Because history is fun and love is worth working for

Author: Elizabeth Ellen Carter

What’s a poor girl to do?

By a special correspondent

The Four-to-One Fancy by Elizabeth Ellen CarterThe Ladies London Observer has sent your reporter up north to the fair city of York to report on events happening outside of London, renowned for the Season. Yes, Season with a capital ‘S’.

For many of us, there is one Season, but for those young women who are not fortunate enough to make their debut and be selected to have their coming out attended by royalty, some of the regional cities of the Kingdom may yield eligible young men – especially if they happen to be short of a dowry.

This is what leads me today to sit in Lady Clune’s salon to observe the young ladies of quality who have come to her notice.

“I take my role as hostess for the season very seriously, indeed,” said Lady Clune. “Before they receive vouchers for various events under my auspices, the young ladies are required to attend an at-home so I can see their comportment.

“I wish to ensure that as many successful matches will be made as possible. What we lack in numbers, we make up for in enthusiasm!”

I look around and see a dozen young ladies at today’s event, there are precious few young men.

Lady Clune sees the direction of my gaze and is keen to reassure me that there will be plenty of young men of quality from the towns outside York – ah yes, the landed gentry. I ask our hostess who she has the most hopes for

She discreetly points to a couple of local beauties who, I have to admit, wouldn’t be out of place in London. My eye is caught by two young ladies in conversation in a small party. They draw my attention because of how very alike they are and not just in physical appearance – willowy and graceful with auburn hair.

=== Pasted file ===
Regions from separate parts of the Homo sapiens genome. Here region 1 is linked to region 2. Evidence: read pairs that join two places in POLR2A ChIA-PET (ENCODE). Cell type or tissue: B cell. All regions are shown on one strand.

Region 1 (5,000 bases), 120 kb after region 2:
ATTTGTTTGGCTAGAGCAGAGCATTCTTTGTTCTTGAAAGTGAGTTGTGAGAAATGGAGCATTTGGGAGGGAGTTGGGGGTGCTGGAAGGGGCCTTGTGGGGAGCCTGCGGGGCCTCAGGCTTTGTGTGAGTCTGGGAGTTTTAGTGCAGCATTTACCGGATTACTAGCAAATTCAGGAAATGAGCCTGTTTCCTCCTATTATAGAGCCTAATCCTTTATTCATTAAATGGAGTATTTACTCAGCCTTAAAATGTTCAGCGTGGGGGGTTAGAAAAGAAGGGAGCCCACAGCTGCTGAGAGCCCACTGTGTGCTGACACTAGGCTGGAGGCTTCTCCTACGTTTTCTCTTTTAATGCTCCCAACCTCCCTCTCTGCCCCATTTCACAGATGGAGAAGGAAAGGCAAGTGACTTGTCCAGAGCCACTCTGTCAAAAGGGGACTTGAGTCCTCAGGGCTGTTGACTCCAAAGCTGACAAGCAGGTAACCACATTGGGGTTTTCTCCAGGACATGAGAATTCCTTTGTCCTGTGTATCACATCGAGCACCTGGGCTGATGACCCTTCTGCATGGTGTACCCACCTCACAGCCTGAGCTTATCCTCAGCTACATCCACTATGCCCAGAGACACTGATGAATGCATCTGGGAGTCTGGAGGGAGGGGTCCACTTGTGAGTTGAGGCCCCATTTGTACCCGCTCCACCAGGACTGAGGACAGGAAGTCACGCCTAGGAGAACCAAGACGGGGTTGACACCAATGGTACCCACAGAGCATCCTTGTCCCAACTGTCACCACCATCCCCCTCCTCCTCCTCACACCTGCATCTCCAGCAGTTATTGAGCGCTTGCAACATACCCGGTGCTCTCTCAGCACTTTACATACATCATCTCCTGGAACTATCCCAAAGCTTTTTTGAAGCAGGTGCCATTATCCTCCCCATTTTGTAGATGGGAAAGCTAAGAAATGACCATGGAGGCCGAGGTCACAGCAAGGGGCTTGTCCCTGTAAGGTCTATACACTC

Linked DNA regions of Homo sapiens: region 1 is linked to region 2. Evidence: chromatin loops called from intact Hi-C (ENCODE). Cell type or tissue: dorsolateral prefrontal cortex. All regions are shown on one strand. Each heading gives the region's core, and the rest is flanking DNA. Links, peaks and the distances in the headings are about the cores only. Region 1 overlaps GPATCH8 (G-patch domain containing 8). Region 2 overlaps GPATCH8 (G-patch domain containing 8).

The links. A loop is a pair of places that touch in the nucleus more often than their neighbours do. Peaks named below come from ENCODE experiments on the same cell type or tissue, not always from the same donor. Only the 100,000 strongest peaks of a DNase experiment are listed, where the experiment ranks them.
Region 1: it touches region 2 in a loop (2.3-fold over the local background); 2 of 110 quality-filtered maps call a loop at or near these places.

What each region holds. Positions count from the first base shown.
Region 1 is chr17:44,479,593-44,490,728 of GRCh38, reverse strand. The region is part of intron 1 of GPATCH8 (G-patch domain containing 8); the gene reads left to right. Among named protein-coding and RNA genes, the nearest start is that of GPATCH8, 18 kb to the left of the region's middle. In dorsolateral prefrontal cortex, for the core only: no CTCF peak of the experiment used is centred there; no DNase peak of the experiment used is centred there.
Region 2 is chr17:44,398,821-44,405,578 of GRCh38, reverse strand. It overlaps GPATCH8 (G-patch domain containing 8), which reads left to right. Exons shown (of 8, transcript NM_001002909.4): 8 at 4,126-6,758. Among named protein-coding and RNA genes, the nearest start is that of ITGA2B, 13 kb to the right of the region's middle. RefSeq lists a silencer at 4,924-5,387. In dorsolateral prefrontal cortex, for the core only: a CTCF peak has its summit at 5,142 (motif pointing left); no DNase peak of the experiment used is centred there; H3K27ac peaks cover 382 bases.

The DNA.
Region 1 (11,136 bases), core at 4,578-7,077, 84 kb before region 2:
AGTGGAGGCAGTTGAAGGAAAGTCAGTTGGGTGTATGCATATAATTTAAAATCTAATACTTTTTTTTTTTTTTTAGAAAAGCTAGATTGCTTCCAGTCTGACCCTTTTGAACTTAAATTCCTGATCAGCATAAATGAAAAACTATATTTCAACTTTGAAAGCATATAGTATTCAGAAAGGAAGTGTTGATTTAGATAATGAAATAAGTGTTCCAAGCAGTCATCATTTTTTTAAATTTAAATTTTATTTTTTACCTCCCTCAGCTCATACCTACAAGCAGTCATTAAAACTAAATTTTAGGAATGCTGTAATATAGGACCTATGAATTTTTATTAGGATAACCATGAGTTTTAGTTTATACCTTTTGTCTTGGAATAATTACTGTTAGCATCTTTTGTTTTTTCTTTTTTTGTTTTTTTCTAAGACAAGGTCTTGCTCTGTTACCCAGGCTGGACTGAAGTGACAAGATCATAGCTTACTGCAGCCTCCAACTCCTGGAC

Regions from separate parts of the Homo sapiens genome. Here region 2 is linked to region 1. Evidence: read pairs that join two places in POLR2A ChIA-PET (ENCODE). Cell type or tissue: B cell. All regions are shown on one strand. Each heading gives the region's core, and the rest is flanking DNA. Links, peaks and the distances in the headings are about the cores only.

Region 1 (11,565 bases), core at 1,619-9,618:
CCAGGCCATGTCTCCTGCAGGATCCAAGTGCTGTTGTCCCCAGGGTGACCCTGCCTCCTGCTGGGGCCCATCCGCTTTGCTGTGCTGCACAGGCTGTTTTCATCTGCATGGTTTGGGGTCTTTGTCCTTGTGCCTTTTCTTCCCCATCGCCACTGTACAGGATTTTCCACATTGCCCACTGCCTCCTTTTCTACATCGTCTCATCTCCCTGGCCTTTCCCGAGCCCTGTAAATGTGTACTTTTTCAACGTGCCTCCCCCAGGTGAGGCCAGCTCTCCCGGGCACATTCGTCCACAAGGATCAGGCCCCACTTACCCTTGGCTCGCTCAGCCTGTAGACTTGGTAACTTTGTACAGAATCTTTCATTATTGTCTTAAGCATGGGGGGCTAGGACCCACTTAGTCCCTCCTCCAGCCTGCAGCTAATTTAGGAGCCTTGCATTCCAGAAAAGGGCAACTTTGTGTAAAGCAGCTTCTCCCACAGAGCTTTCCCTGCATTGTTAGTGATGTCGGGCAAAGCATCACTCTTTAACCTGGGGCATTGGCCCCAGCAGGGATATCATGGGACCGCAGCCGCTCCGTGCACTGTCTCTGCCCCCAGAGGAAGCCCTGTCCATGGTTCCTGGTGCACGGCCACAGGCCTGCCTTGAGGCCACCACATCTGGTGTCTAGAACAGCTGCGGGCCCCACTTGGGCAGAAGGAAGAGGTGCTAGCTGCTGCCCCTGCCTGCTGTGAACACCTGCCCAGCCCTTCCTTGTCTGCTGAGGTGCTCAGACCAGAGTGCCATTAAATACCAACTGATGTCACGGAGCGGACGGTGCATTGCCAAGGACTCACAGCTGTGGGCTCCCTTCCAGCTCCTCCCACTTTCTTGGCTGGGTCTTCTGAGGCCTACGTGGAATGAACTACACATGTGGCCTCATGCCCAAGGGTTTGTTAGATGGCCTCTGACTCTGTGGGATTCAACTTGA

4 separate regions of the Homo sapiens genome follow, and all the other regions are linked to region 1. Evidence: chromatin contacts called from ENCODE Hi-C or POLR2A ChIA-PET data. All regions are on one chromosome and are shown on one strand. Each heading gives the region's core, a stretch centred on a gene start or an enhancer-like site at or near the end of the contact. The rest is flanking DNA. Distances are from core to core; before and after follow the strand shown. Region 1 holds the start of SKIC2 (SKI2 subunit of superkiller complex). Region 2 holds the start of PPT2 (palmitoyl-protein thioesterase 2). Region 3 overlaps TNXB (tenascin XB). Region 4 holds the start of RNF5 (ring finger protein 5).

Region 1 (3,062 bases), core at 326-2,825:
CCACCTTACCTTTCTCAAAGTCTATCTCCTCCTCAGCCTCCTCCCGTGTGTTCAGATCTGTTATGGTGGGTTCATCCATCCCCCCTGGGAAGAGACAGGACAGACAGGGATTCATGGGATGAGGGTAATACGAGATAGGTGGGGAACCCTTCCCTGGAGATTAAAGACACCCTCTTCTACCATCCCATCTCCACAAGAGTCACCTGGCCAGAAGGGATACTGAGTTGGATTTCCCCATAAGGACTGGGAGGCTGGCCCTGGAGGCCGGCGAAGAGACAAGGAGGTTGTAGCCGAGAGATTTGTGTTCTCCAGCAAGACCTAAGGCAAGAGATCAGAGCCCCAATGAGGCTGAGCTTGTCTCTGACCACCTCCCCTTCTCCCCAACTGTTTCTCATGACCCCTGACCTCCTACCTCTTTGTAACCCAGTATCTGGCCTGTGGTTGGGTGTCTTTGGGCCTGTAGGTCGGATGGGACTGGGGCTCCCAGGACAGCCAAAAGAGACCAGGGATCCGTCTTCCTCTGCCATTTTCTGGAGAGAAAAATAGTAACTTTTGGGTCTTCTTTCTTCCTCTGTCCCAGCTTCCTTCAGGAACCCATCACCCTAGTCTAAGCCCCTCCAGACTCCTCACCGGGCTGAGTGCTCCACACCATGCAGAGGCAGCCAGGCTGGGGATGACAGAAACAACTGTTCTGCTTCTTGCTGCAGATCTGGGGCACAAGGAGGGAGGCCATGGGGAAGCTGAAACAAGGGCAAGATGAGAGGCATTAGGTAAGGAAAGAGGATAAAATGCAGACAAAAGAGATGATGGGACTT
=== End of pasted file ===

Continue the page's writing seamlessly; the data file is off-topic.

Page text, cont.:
Their mannerisms mirrored each other completely – the raise of a hand to take a cup of tea, the slight tilt to the right as they considered their part in the conversation. It was the most remarkable display.

I discreetly took a step closer as I would listen in on the conversation. One would begin a story or an anecdote and the other would take up the story seamlessly, as thought it was being told by one person.

“Ah, I see you have spotted Lady Ivy and Lady Iris Bigglesworth,” said Lady Clune uncertainly. This  particularly piqued my interest.

The good lady inclined her head and silently indicated that I should follow her a discreet distance away.

“There is something you should know about the girls,” she began.

I told her that I had guessed that Lady Ivy and Lady Iris were twins.

“Yes that is true and of all nine sisters, they and their older sister Josefina have the best chances of making a successful match.”

Nine? All from the same family? All hoping to find husbands?

“Oh! No, I should clarify, three of those girls are still in the school room, cared for by late Earl of Seahaven’s fifth and youngest wife, Lady Patience Bigglesworth.”

Six young women – seven if you include the young widow from the same family all in York for the same purpose. The late Earl must have left a substantial dowry.

Lady Clune shook her head sadly. There is barely enough to make a decent dowry for one, she tells me.